Equities: Oh what a year!
23rd January, 2020
If a week is a long time in politics, then a year is an age in investment markets - and 2019 has turned out to be quite a year indeed. As we gazed into our crystal ball last year, we were optimistic on the prospects for markets over the course of the year, particularly given the steep sell-off seen in the final quarter of 2018.
But even wearing our most optimistic hat, we would not have forecast the returns from equity markets that euro-based investors have seen over the last 12 months. This is particularly true in light of the age of this current bull market but also given the deterioration we witnessed in both economic and corporate fundamentals over the period.
How did we get here?
Therefore given the backdrop, it seems logical to ask what was driving the returns in equity markets last year. The two charts below deconstruct the annual returns for the US and European markets for the last eight years. As you can see, the largest contributor to returns in both regions in 2019 was the expansion in valuation multiples - indeed, on a global basis, forward price/earnings (P/E) ratios expanded from 12.9x to 16.4 x over the period.
Figure 1: breakdown of returns for US & European markets
Source: Bloomberg, Factset, 31st December 2019.
Where to now?
As we look to 2020 expecting positive returns to be generated by further valuation expansion looks optimistic to us - therefore the burden will fall on corporate fundamentals, and in particular, corporate profit growth. To this end, analysts are currently forecasting global profits to expand by 9.6% in 2020, and while this may prove to be on the high side in our opinion given the continued uncertainty around US/China trade relations, we do expect positive growth in profits over the year.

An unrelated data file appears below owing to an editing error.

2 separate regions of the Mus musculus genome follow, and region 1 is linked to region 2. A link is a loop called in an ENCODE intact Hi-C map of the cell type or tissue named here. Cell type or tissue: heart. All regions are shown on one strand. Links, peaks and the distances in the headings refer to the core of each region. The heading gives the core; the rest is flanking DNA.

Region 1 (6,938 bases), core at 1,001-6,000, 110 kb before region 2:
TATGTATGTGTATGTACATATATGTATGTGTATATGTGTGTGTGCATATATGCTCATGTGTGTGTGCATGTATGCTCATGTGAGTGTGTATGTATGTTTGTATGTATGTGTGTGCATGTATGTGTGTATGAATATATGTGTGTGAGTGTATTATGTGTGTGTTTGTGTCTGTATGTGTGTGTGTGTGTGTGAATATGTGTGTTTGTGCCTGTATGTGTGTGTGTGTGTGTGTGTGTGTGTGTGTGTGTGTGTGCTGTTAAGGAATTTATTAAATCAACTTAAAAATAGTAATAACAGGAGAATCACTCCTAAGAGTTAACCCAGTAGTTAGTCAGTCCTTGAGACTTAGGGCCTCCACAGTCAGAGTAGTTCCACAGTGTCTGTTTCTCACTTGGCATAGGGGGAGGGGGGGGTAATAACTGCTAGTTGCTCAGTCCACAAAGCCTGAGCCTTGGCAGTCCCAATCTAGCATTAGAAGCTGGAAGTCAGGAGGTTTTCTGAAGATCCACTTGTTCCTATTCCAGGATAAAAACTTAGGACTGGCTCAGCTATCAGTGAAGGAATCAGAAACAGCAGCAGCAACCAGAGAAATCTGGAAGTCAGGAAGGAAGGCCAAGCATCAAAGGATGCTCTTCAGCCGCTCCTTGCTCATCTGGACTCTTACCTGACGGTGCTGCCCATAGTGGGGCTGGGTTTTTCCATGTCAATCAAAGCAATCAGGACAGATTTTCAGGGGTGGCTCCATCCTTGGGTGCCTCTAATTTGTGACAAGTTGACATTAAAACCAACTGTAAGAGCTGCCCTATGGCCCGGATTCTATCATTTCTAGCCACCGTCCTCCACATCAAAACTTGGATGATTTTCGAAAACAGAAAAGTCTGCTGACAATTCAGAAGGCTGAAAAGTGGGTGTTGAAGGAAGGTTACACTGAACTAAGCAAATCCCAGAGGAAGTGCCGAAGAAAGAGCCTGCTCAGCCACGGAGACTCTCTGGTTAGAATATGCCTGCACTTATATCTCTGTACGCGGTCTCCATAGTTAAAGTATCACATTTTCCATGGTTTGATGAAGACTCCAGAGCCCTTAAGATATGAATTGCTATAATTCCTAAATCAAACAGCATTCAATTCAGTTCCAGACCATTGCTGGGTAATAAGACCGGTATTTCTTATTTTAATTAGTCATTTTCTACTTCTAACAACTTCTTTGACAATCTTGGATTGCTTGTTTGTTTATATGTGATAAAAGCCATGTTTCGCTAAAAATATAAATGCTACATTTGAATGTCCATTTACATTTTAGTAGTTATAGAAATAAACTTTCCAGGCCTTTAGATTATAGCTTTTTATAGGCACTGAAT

From a sector perspective the strategy in 2020 will be influenced by the maturity of the bull market and the economic cycle. To this end we should begin to see a move from the spectrum extremes of deep cyclicals and expensive defensives more towards the middle ground. Sectors that offer lower levels of growth but more reasonable valuations should outperform and we are likely to see greater performance disparity between stocks within sectors as traditional stock correlations decline.
Returns may be harder to come by in 2020, but there should still be 'some life left in the old bull' (market) yet.
WARNING: Past performance is not a reliable guide to future returns and future returns are not guaranteed. The value of investments and of any income derived from them may go down as well as up. You may not get back all of your original investment. Returns on investments may increase or decrease as a result of currency fluctuations.
WARNING: Forecasts are not a reliable indicator of future results.